Wednesday, January 30, 2013

[Kant’s] Rationalism is Solipsistic Fascism

“It is the people’s duty to endure even the most intolerable of abuse of supreme authority. The reason for this is that resistance to the supreme legislation can itself only be unlawful; indeed it must be conceived as destroying the entire lawful constitution, because, in order for it to be allowed, there would have to be a public law that would permit the resistance. That is, the supreme legislation would have to contain a stipulation that it is not supreme and that in one and the same judgement the people as subjects should be made sovereign over him to whom they are subject; this is self-contradictory. The self-contradiction involved here is immediately evident if we ask who would act as judge in this controversy between the people and the sovereign (because, regarded juridically, they are still two distinct moral persons). [In such a controversy] it is plain that the people want to act as judge of their own cause [and that is absurd].”[1]
                                                 -          KANT

I read this excerpt from Kant’s Metaphysics of Morals to my comps class expecting that this would suffice as a damning indictment of Kant as a moral thinker. Apparently not. The objection raised was that Kant’s conclusion doesn’t stem from his Rationalism (nobody has read him but Habermas is nonetheless alive and well at York). The problem is that it precisely, exactly, logically does stem from his rationalism, and ultimately from his ‘correlationism:’ subjectivity is isolate and fascistic because it cannot, as Meillassoux demonstrates, conceive of “ancestrality,” or that which predates it, i.e. the material. That is, as Meillassoux writes:

“How are we to conceive of the empirical sciences’ capacity to yield knowledge of the ancestral realm?”[2]
Any attempt to ameliorate this (cough*communicativerationality*cough) has recourse only to what Kant forecloses as a grounds for moral philosophy: experience of the material. In denying experience as a grounds for ethics – that is to say in his being a ‘rationalist’ – Kant cuts his subject off from the material, from history, from others, from everything. As Graham Harman writes:

"If Immanuel Kant deserves credit for anything, it is for recognizing the trench-warfare conditions of the metaphysics of his time, with its increasingly pointless proofs and counterproofs. Kant’s unfortunate solution was to adopt an agnostic attitude toward the nature of things-in-themselves: the rough equivalent of escaping trench warfare by wearing earplugs."[3]
What is left is a transcendental dialectic which sees the subject tilting forwards towards the space where they’ve logically posited their freedom to reside, in law, in the kingdom of ends:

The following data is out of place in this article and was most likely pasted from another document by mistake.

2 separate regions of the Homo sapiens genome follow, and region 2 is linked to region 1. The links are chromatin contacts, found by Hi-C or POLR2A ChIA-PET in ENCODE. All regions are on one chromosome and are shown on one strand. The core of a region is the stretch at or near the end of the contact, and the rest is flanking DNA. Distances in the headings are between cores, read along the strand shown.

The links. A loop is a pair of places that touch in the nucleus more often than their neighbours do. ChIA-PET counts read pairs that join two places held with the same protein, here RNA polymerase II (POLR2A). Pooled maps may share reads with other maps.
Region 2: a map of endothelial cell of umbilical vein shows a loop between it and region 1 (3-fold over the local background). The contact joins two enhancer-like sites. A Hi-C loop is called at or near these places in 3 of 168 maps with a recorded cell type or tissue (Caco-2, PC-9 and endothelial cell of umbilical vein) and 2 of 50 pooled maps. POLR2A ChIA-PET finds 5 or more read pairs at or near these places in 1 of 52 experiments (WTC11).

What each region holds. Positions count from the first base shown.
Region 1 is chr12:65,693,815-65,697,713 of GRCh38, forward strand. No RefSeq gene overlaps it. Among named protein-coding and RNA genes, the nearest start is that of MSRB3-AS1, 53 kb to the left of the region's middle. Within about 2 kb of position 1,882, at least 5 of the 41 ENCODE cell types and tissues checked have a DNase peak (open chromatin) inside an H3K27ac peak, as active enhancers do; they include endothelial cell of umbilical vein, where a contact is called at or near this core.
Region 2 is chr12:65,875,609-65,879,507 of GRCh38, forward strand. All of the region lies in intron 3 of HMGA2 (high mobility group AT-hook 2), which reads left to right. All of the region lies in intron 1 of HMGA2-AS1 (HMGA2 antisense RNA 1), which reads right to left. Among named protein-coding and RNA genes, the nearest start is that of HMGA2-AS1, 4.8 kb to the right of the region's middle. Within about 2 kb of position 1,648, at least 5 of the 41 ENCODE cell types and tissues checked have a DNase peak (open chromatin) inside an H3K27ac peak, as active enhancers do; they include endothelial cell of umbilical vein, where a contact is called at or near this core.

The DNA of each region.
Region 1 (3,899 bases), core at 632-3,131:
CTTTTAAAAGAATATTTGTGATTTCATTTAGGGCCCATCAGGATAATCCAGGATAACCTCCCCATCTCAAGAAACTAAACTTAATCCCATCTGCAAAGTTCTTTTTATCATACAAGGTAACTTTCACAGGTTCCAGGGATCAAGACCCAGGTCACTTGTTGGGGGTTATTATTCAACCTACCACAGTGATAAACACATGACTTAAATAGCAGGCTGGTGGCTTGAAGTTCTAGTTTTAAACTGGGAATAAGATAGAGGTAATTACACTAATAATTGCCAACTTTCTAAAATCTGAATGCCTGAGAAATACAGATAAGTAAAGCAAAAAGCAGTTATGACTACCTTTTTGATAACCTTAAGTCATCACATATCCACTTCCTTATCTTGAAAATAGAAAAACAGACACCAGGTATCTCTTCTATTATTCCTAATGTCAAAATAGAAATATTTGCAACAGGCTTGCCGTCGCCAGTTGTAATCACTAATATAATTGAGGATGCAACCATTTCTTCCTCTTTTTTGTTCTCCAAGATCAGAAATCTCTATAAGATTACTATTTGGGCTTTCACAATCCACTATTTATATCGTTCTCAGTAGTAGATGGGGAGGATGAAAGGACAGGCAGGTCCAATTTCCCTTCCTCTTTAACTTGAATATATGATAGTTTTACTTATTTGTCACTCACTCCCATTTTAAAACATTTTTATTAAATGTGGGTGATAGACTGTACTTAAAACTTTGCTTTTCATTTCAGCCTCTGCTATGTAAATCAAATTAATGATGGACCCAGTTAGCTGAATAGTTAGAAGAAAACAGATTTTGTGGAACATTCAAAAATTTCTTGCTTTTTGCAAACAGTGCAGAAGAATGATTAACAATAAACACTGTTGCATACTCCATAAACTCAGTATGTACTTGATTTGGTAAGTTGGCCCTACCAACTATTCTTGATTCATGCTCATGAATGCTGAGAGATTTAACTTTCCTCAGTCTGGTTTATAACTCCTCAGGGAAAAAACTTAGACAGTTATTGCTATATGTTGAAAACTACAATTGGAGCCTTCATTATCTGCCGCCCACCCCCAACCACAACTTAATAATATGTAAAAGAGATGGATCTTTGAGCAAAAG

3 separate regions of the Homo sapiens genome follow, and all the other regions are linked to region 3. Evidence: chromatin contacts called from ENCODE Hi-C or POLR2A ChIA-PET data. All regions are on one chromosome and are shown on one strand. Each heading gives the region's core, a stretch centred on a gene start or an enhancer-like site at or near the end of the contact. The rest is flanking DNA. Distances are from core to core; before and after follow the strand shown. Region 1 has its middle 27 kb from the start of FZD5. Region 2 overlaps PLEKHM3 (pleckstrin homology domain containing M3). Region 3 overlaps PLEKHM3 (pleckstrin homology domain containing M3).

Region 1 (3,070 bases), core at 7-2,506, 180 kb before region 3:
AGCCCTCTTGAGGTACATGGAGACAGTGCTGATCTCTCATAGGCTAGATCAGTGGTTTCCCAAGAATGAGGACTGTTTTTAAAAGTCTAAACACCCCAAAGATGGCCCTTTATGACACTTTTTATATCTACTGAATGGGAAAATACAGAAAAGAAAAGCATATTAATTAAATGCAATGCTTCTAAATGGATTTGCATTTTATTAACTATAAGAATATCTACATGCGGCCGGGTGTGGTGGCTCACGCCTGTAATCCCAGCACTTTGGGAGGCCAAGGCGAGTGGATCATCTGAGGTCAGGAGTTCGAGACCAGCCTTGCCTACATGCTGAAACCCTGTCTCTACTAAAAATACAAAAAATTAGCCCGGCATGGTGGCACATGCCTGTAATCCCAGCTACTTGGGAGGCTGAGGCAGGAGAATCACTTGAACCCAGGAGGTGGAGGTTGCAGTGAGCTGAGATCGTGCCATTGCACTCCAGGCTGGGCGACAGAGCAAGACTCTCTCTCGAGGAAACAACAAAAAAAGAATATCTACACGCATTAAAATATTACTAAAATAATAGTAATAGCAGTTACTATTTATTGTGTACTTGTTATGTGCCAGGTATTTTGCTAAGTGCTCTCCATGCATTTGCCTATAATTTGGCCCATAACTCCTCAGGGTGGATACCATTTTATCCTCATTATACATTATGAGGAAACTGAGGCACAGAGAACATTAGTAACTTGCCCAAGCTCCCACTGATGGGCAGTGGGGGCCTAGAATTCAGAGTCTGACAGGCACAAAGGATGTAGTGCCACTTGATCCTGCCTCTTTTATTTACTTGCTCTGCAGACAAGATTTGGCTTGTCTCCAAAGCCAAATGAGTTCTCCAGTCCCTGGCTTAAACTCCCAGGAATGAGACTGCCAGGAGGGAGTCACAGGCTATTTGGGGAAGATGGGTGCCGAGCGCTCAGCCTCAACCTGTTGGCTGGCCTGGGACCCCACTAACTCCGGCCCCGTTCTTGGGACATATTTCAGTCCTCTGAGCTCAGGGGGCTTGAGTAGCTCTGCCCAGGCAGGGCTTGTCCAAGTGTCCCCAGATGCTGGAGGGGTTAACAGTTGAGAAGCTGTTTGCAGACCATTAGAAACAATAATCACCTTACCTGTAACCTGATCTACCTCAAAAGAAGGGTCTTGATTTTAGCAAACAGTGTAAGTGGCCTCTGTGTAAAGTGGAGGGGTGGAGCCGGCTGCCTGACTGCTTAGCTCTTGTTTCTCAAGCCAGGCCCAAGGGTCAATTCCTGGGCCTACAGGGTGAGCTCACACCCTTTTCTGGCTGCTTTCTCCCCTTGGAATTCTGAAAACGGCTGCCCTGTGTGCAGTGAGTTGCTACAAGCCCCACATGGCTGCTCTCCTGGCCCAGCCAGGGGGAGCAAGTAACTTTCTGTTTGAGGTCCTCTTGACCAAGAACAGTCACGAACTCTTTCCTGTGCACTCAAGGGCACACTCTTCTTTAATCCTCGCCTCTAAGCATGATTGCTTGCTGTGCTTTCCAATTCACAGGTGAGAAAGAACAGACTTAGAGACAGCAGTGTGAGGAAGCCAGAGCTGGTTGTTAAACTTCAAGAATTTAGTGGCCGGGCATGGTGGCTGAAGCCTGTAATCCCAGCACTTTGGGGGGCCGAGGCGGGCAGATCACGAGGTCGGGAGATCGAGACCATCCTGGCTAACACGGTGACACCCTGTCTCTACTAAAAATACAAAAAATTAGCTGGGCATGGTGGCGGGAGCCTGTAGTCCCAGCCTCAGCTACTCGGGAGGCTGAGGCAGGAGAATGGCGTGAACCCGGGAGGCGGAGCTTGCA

“A rational being belongs as a member to the kingdom of ends when, although giving universal laws in it, he is also himself subject to these laws. He belongs to it as sovereign when, while giving laws, he is not subject to the will of any other.”[4]
Or, as Nick Land puts it:

“Only that is moral which can be demanded of every rational being unconditionally, in the name of an ultra-empire that Kant names the ‘empire of ends’ (Reich der Zwecke). The law of this empire is called the ‘categorical imperative’, which means a law stemming solely from the purity of the concept, and thus dictated by the absolute monologue of colonial reason.”[5]
The suicide of the sovereign is impossible for Kant to think because it could never be rational, it could never be made into a categorical imperative as to do so would not simply oblige one particular sovereign, but rather the suicide of each and every subject and sovereign together – one law, one death. Which is why Alenka Zupančič writes that:

“‘Regicide’ is not really the right term, because what preoccupies Kant is precisely the difference between the murder of a monarch (regicide) and his formal execution. It is in relation to the latter that Kant says that ‘it is as if the state commits suicide,’ and describes it as a ‘radical evil.’”[6]
For Kant ‘regicide’ is what happens when some barbarous yet sensual infidels let all that icky ‘lived experience’ pollute their pure reason and go and murder the actual king. Whereas the ‘formal execution’ of the king is unthinkable as his law and rationally are legally/rationally self-identical with your own – so the sovereign never gets executed because for Kant there is nothing prior to the sovereign, no ‘you’ prior to the sovereign, to judge. The ‘formal execution’ of the king is unthinkable precisely because it would be, for Kant, tantamount to suicide. Fine, I’ll bite, call it a suicidal state, call it a suicidal war machine: some war machines need to die – for them and for us. I’ll remind all you neo-Kantians that the future is intimidatingly bright for the ‘hypothetical imperatives’ of the still-historical Marxists like Badiou, precisely because of the swan-song suicide of the Soviet Union.

Suicide to Kant, though, is absolutely anathema:

“By contrast, to preserve one’s life is a duty, and besides this everyone has an immediate inclination to it. But the often anxious care that the greatest part of humankind takes for its sake still has no inner worth, and its maxim has no moral content. They protect their life, to be sure, in conformity with duty, but not from duty. If, by contrast, adversities and hopeless grief have”[7]
Han Dynasty Materialist Wang Chong either reformulates or rather formulates thusly: